Comparison of Different Approaches Estimating Skeletal Muscle Oxygen Consumption Using Continuous-Wave Near-Infrared Spectroscopy at a Submaximal Contraction Level—A Comparative Study


Continuous-wave near-infrared spectroscopy (CW-NIRS) is a method used to non-invasively estimate skeletal muscle oxygen consumption (mVO2). Three different signals are provided by CW-NIRS devices: (1) oxygenated hemoglobin (O2Hb); (2) deoxygenated hemoglobin (HHb); and (3) tissue saturation index (TSI). Typically, the signal’s slope is interpreted with respect to high or low mVO2 during a muscle action. What signal (or combination of signals) is used for slope interpretation differs according to what approach is used, and there are several published in literature. It is unclear if resulting mVO2 estimates can be used interchangeably. Hence, this work aimed to compare five commonly used approaches on the same set of CW-NIRS data regarding their agreement in estimated mVO2. A controlled, lab-based study setting was used for this experiment. Data are based on isometric dorsiflexion contractions of 15 subjects at 30% of voluntary maximum torque, at two different ankle angles. CW-NIRS was placed on the m. tibialis anterior and blood flow was occluded. The approaches for mVO2 estimation included calculations based on (1) TSI, (2) the difference between O2Hb and HHb (Hbdiff), (3) the mean of slopes from O2Hb and HHb (Hbmean), (4) the HHb signal, and (5) the O2Hb signal. Linear regression modelling was used to calculate respective slopes (r2 textgreater 0.99). Repeated measures ANOVA identified significant differences between the approaches (p textless 0.001, ω2 = 0.258). Post-hoc tests revealed that only TSI vs. Hbmean and Hbdiff vs. HHb gave comparable results (p textgreater 0.271). In addition, Bland–Altman plots showed good accuracy (mean bias ~2%) but low precision (±20%) between the comparisons. Thus, the different approaches to estimate mVO2 cannot be used interchangeably. The results from different studies using different approaches should be compared with caution.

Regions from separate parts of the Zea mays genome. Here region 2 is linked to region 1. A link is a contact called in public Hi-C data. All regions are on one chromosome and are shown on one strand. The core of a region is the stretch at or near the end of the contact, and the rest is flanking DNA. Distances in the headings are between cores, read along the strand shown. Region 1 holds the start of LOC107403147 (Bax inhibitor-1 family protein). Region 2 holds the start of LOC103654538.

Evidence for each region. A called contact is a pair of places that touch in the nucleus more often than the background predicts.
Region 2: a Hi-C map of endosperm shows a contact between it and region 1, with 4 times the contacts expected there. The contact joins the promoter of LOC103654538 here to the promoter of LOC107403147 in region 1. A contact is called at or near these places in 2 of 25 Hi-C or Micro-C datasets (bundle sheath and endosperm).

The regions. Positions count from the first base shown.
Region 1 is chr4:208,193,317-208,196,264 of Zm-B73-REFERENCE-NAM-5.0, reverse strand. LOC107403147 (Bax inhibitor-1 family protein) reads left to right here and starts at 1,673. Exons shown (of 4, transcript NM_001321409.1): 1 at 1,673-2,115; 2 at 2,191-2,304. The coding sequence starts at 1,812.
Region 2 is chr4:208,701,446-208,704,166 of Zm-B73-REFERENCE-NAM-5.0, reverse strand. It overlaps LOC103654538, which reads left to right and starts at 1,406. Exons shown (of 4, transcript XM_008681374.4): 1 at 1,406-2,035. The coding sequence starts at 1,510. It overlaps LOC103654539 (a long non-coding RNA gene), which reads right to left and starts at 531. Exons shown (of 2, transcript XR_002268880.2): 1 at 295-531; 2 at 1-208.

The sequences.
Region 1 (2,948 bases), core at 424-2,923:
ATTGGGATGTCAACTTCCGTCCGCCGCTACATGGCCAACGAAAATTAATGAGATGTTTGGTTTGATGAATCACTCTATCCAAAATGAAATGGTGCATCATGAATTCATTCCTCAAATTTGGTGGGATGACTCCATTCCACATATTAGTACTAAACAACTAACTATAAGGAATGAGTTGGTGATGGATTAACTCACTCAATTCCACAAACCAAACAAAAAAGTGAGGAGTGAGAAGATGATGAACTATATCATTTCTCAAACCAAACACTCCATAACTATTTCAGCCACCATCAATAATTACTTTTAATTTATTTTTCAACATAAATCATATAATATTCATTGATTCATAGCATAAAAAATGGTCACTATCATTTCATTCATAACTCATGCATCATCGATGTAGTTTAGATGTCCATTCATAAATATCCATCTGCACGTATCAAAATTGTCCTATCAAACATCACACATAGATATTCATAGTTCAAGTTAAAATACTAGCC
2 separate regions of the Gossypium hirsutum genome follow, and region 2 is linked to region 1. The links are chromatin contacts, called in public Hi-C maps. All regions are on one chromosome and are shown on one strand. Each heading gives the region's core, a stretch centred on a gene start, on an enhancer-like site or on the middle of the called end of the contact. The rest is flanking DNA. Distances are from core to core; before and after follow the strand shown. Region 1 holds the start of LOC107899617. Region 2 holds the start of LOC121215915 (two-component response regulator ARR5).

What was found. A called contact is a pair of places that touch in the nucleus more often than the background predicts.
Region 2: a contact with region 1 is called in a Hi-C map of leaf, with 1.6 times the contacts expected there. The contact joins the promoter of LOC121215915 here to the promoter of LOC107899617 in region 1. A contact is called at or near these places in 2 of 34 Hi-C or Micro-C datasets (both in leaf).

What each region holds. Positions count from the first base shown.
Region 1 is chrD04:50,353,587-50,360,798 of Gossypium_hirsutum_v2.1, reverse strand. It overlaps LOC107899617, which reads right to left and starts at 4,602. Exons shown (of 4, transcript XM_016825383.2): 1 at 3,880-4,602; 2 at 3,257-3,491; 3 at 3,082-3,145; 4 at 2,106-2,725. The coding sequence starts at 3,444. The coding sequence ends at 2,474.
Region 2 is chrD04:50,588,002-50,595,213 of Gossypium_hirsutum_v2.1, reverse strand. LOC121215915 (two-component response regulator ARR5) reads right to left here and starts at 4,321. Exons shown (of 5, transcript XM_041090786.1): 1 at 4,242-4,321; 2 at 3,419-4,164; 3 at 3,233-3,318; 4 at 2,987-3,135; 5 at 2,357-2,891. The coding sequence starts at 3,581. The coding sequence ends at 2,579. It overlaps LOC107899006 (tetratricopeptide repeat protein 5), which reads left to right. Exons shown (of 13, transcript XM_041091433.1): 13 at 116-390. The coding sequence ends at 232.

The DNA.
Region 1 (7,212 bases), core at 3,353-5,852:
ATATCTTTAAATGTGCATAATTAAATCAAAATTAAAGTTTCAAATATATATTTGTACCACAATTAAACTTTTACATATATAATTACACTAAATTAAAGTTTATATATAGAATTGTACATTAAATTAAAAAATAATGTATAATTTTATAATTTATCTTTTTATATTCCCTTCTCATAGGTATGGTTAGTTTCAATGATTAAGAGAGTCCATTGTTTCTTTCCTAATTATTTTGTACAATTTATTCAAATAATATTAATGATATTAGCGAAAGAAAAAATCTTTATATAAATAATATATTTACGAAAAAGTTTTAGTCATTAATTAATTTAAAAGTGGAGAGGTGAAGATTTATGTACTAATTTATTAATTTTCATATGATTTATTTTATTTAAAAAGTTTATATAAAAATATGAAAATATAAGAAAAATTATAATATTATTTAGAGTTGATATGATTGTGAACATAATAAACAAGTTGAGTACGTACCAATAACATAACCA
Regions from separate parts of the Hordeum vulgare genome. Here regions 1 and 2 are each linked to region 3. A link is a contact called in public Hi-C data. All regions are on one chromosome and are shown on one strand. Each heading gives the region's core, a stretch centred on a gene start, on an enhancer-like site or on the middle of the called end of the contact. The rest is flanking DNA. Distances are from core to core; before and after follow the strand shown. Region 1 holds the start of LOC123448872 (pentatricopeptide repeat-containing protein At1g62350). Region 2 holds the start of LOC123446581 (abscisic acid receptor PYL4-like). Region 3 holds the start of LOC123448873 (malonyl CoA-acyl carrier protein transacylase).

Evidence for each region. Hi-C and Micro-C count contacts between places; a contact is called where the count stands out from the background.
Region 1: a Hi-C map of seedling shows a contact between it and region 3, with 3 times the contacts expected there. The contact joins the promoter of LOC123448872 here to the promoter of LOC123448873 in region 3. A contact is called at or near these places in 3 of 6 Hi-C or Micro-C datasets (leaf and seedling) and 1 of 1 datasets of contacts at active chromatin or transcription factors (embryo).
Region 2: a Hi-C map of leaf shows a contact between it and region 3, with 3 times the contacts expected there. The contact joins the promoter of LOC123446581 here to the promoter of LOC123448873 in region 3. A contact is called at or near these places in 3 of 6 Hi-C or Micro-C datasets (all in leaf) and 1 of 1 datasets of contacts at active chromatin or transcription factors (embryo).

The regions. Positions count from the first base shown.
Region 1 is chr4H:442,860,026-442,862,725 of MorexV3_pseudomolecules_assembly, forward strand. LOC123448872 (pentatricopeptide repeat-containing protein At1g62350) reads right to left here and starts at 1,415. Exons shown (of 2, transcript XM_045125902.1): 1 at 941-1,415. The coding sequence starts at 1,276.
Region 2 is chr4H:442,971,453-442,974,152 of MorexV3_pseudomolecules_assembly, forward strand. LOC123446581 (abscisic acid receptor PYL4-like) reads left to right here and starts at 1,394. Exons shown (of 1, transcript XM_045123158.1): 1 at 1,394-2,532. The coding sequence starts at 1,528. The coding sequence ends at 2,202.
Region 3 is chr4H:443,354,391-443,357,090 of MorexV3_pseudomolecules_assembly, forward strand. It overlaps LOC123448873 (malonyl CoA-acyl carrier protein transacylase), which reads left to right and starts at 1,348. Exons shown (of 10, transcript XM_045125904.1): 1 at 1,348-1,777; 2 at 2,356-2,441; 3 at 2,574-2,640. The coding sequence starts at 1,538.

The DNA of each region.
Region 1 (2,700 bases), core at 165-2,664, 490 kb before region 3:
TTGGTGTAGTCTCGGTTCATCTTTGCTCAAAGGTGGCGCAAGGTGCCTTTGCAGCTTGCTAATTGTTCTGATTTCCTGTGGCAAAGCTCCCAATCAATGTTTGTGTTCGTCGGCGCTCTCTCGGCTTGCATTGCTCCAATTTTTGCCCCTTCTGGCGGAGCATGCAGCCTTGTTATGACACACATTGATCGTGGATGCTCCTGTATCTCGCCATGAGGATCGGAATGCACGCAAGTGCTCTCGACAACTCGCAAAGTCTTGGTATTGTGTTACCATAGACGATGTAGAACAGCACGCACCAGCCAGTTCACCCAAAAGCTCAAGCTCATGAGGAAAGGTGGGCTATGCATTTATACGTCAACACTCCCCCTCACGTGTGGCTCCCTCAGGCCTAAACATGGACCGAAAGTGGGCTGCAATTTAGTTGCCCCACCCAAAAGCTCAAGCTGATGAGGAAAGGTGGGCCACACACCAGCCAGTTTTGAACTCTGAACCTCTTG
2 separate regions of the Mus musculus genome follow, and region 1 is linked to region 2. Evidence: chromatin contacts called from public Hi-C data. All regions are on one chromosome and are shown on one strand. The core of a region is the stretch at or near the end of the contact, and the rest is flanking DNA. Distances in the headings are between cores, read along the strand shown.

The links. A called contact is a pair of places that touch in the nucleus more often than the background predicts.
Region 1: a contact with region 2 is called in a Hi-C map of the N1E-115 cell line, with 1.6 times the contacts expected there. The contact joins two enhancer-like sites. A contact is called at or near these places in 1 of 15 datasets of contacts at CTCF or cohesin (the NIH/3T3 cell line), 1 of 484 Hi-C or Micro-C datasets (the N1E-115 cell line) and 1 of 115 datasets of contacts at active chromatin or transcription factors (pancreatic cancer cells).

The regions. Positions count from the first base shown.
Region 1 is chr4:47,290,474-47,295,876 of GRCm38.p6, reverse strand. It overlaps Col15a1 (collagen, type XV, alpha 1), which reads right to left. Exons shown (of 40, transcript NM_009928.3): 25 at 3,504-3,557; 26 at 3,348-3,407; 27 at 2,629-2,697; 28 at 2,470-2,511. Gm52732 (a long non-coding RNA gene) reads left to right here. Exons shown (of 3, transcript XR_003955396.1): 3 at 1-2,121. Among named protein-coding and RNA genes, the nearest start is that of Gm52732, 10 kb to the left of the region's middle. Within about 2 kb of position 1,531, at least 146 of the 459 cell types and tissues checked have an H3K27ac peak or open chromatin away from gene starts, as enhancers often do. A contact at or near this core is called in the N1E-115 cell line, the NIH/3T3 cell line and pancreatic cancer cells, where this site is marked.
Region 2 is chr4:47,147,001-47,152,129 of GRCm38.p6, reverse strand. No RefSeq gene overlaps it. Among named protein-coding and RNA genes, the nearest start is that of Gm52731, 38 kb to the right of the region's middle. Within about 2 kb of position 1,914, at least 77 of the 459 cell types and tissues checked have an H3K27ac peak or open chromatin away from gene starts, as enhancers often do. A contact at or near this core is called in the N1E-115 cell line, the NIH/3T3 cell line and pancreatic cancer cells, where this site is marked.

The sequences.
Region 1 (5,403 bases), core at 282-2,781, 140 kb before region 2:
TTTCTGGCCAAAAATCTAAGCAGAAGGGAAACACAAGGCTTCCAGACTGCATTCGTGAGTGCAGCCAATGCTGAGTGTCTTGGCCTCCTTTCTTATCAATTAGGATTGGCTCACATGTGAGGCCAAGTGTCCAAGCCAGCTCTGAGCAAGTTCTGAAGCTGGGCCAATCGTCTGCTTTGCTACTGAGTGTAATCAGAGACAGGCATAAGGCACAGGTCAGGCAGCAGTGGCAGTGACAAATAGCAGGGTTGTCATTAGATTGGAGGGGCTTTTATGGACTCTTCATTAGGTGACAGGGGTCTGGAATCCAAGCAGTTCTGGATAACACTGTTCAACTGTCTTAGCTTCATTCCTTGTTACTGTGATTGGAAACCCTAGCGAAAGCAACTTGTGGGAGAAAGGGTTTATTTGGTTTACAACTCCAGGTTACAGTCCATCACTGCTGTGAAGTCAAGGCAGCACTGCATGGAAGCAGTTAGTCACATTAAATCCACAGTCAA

Applied Sciences